One of the challenges many beginners face with watercolor mixing is how to avoid muddy colors. It can be extremely frustrating when your paintings keep turning muddy and you have no idea why! In this article, you’ll learn 10 ways to help you avoid muddy colors.
Let’s get into it…
Essentially, muddy colors occur when you unintentionally mix a brown, gray, or neutral color. Understanding the basics of color theory allows you to learn about the relationships between different colors. It is one of the most important topics you can use to improve your color-mixing skills. I have already written an in depth guide to mastering watercolor mixing for beginners if you want to learn more!
Never let your brushes dry without being rinsed thoroughly with clean water. Otherwise, when you re-wet them to start a fresh painting the dried pigment will reactivate and mix to create muddy colors.
Working with fewer pigments allows you to produce clean color mixes. Some paints have more than 3 or 4 pigments. If you mix two or three colors that each have 3 pigments, you’ll be creating a new color with 9 pigments! This could be the reason why your colors appear muddy.
To avoid muddy colors use 2 jars of water between washes. Use the first jar to remove paint from your brush and the second to load it with clean water. Always be sure to be thorough and rinse your brush in both jars when switching colors. This way the leftover pigment won’t get mixed into the new colors.
Try to avoid using black and white paint to lighten or darken a color mixture. White watercolor tends to be opaque and chalky which you’ll want to avoid. Instead of adding white, dilute the color or use a lighter shade altogether. The same goes for darker colors, use a more concentrated mixture or use darker colors when mixing.
When you use opaque paints to mix new colors, they can produce muddy and chalky results. This is because opaque pigments are thicker and are easily muddied. This doesn’t mean you should never use them.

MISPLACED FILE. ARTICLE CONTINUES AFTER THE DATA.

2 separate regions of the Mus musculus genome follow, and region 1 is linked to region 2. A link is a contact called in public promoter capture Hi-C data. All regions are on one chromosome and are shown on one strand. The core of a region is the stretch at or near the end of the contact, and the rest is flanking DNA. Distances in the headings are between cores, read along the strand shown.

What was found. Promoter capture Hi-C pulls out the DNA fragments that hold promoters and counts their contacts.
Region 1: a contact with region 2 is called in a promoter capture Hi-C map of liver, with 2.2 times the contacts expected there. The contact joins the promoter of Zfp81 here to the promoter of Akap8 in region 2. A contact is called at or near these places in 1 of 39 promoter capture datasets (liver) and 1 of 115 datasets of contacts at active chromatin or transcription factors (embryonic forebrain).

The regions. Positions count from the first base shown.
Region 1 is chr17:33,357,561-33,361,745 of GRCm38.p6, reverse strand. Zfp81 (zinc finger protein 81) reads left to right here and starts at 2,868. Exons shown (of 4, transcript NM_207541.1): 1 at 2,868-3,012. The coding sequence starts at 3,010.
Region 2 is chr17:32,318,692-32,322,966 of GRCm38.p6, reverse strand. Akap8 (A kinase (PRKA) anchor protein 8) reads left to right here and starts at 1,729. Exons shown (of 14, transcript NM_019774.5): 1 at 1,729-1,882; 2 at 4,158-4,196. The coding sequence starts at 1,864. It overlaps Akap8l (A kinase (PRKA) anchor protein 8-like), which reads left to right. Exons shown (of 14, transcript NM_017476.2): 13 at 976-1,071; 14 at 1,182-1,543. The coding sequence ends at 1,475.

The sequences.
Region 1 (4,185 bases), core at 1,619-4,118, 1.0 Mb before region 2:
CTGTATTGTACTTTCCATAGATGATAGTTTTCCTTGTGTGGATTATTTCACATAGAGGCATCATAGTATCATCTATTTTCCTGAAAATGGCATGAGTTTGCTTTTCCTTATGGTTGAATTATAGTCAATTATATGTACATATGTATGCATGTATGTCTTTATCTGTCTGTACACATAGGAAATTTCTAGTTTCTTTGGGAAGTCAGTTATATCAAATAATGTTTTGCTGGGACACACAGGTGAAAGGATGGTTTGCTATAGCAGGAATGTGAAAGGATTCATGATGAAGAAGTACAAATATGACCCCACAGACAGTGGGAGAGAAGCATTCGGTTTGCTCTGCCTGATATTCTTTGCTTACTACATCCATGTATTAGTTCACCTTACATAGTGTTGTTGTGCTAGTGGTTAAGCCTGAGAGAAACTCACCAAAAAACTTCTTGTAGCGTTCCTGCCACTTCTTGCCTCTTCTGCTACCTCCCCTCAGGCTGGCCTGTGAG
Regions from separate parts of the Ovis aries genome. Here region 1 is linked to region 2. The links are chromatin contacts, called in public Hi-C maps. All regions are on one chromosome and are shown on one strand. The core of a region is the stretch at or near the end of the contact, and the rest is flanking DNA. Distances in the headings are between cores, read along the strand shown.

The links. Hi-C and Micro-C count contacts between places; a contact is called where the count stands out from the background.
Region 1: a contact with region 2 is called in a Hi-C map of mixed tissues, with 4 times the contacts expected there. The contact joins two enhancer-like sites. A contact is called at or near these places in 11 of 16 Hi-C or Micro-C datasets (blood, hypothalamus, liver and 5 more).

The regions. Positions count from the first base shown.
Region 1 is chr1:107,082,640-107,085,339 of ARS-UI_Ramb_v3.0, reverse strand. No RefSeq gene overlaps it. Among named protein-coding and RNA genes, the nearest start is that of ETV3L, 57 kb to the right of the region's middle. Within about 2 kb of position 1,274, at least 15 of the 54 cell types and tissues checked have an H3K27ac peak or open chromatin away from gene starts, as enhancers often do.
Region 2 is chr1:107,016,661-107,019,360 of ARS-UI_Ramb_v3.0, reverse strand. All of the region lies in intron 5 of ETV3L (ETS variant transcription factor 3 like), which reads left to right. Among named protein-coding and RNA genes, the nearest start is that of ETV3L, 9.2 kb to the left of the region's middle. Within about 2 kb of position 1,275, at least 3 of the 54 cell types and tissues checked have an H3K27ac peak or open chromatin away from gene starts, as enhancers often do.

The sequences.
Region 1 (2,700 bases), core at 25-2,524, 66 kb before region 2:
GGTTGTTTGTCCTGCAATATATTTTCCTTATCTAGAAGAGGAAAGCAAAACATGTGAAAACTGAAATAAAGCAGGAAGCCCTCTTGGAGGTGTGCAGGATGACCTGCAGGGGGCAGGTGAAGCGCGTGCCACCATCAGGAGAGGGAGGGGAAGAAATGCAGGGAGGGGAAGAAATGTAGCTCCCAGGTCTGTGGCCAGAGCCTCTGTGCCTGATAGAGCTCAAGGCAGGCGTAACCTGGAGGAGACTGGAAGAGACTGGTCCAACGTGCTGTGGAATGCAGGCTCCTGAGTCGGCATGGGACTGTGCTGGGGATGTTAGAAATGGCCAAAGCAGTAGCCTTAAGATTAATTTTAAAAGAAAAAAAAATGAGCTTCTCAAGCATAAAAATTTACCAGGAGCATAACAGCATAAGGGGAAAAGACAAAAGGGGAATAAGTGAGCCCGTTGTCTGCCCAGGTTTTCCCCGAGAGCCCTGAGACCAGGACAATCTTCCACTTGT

You just have to be careful and intentional when using them. It can help to test them out by mixing them with different colors to see what happens.
Always clean your palette before starting a new painting. Sometimes leftover pigment can muddy your color mixtures and ruin the results of your painting.
Complementary colors are positioned on opposite sides of the color wheel. When you mix complementary colors you produce neutral colors (gray, brown, and black). It can help if you practice gradually neutralizing colors using their complementary.
Simply choose any color and add small amounts of its complementary color until you neutralize it and create a new shade of gray, brown, and black. This exercise helps you become aware of how much paint to add to your mixes. You’ll be able to mute colors without letting them turn completely muddy.
The diagram below shows how mixing red and green creates a neutral color:
Color mixing charts allow you to familiarize yourself with the colors on your palette. Especially when you’re new to color theory and mixing watercolors. The more you familiarize yourself with different colors and how they perform when mixed together, the easier it will be for you to choose the right mixes thus avoiding muddy colors.
Color mixing charts also help you learn more about how different pigments behave when mixed together. This is important because if you are aware
Check out my article on different types of color mixing charts to learn more.
If you’re painting in layers, make sure each layer is completely dry before adding the next one. If you add a new layer while the previous one is wet, the colors could mix on the paper, neutralize, and turn muddy.
Most of the time the biggest cause of mixing muddy colors is not knowing the basics of color mixing and practicing with your set of paints. I would recommend the following articles to help you learn more!
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